It is equally important to attend live trainings and workshops on your DEI professional development journey. Participate in those that offer interpersonal interactions with other participants. Those opportunities allow you to learn from others and share your knowledge and experience with them. Much of the personal and professional growth will come from such interactions.

If possible, take a class related to DEI, on topics such as gender, diversity, ability, sexuality, inclusion, health disparities, educational access, political engagement, economic justice, social mobility, civil and human rights, or race and social justice. Though most employers will not ask for your transcript, the course work you complete and the knowledge you gain could tremendously impact your professional development.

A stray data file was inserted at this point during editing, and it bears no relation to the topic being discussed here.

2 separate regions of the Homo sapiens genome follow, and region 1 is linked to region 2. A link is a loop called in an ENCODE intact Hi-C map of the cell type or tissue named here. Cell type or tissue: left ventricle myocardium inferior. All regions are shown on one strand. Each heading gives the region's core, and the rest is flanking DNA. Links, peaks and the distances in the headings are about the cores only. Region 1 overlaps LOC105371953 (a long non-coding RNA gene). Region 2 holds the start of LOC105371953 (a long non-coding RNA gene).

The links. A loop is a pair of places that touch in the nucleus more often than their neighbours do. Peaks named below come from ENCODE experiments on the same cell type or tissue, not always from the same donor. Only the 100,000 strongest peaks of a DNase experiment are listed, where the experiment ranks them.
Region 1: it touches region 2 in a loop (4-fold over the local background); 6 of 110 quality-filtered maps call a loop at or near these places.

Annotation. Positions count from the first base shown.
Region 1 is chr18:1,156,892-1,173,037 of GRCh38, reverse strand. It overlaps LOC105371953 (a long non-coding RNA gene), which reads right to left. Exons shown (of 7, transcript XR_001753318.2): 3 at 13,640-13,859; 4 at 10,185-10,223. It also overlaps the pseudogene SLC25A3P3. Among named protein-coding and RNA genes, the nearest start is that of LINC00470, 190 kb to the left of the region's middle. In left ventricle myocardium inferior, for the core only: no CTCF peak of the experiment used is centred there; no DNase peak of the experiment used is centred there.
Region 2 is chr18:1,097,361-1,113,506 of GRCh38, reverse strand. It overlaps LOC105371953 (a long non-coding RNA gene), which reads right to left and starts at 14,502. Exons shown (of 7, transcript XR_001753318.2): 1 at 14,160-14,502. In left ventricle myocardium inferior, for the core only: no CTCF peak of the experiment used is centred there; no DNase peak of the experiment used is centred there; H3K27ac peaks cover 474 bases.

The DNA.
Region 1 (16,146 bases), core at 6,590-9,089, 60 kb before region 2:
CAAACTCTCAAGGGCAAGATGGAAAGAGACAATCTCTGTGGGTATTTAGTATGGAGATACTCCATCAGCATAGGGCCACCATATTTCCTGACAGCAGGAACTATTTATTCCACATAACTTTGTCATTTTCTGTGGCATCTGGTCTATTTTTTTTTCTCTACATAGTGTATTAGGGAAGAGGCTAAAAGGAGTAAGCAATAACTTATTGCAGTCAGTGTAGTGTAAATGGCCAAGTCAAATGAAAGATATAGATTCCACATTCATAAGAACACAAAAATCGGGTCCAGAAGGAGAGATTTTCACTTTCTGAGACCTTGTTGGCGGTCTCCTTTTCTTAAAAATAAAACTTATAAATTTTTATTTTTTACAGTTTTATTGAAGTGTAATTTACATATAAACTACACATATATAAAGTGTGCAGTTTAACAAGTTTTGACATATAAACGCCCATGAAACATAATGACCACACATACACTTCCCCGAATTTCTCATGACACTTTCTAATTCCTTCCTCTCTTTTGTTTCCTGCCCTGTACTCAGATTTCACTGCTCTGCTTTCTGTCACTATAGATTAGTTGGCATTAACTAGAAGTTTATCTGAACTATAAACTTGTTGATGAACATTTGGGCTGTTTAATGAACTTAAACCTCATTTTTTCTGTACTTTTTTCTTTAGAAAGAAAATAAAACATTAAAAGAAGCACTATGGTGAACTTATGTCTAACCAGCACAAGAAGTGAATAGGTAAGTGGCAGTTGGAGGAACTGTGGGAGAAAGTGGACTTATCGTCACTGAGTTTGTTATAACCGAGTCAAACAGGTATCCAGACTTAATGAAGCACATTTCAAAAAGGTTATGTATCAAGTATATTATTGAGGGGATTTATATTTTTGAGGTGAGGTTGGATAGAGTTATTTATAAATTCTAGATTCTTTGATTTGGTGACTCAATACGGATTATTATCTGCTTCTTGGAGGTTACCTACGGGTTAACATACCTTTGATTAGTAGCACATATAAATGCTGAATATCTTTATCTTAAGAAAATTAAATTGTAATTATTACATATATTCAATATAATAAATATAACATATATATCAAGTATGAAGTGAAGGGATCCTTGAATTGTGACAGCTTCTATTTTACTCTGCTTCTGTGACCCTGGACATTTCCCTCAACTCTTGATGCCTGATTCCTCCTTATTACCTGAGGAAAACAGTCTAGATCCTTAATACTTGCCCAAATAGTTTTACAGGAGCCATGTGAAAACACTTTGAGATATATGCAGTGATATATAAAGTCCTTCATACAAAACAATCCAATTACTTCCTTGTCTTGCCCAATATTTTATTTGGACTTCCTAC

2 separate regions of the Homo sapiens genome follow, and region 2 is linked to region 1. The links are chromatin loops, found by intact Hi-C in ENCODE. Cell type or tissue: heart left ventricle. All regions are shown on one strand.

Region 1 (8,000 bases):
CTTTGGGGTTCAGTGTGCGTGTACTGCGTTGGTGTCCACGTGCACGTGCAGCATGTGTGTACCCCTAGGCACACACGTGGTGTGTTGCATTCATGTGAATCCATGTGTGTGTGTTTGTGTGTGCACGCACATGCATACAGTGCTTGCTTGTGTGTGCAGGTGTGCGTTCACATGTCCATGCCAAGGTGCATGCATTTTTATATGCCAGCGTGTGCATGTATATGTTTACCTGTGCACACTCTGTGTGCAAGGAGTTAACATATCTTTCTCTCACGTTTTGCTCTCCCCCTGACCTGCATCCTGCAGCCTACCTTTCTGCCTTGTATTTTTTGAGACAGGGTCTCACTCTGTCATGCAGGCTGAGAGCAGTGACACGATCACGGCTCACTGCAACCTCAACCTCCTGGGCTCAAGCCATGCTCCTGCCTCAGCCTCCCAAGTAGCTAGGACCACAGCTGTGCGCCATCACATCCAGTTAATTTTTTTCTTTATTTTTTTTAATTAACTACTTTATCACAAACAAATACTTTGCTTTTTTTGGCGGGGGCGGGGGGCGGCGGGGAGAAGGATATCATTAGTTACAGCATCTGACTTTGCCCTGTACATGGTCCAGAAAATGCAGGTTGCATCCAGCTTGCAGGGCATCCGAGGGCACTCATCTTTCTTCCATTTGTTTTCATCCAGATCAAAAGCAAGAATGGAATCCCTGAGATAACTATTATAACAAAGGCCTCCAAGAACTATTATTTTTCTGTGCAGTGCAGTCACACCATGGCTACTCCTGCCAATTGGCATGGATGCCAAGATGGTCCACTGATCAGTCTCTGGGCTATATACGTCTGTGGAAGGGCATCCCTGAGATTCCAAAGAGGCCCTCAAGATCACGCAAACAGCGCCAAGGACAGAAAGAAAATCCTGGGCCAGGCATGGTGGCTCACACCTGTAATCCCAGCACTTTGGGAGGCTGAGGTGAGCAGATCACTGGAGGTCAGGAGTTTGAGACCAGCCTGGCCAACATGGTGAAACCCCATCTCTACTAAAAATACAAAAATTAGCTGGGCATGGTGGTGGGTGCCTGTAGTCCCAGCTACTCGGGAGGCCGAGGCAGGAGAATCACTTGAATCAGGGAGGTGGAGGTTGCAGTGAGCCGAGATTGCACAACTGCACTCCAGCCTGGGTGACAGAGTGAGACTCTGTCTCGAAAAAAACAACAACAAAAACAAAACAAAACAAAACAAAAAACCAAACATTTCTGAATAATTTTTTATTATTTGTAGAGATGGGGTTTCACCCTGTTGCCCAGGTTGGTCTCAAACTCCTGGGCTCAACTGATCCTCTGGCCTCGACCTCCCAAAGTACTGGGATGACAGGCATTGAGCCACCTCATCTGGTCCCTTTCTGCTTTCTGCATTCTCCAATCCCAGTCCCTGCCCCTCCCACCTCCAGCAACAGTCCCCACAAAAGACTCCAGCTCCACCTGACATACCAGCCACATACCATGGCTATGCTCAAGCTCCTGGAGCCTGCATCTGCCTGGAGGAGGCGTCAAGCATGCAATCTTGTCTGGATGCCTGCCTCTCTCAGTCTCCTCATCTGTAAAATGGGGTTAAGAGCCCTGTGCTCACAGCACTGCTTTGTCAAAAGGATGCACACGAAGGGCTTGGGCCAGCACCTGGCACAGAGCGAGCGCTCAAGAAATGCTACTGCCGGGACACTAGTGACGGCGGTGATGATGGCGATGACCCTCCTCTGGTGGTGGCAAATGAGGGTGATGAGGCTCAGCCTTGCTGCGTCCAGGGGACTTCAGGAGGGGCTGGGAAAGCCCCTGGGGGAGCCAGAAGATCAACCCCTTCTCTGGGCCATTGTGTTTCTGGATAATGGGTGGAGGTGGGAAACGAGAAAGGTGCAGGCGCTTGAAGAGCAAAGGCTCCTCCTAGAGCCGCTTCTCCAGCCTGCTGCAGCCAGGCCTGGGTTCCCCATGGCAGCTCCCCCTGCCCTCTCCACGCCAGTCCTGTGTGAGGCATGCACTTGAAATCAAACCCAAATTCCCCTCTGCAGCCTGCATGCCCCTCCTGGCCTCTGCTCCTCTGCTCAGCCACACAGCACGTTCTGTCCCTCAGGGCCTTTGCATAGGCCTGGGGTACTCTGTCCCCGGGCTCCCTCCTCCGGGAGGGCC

Joining a DEI-focused campus or national organization is another option to consider. Some national organizations are free for students to join, while others may charge a nominal fee for membership. Best Colleges provides a great resource list. Also, join the DEI chapters of your discipline’s professional organization.

As a graduate student, your schedule is likely full with academic commitments. It is imperative to plan your training activities for the most efficient use of your time. Before participating, ask yourself:

  • How does the training nurture my passion?
  • How will it help me gain the DEI professional development skills I need?
  • How will it help me demonstrate my commitment to diversity?
  • Most important, how will it make a positive impact on the people I seek to partner with and support?

It helps to strategically plan your DEI training so that it is skill specific. For example, if you plan to teach after completing your graduate studies, engage in trainings that are focused on inclusive teaching strategies.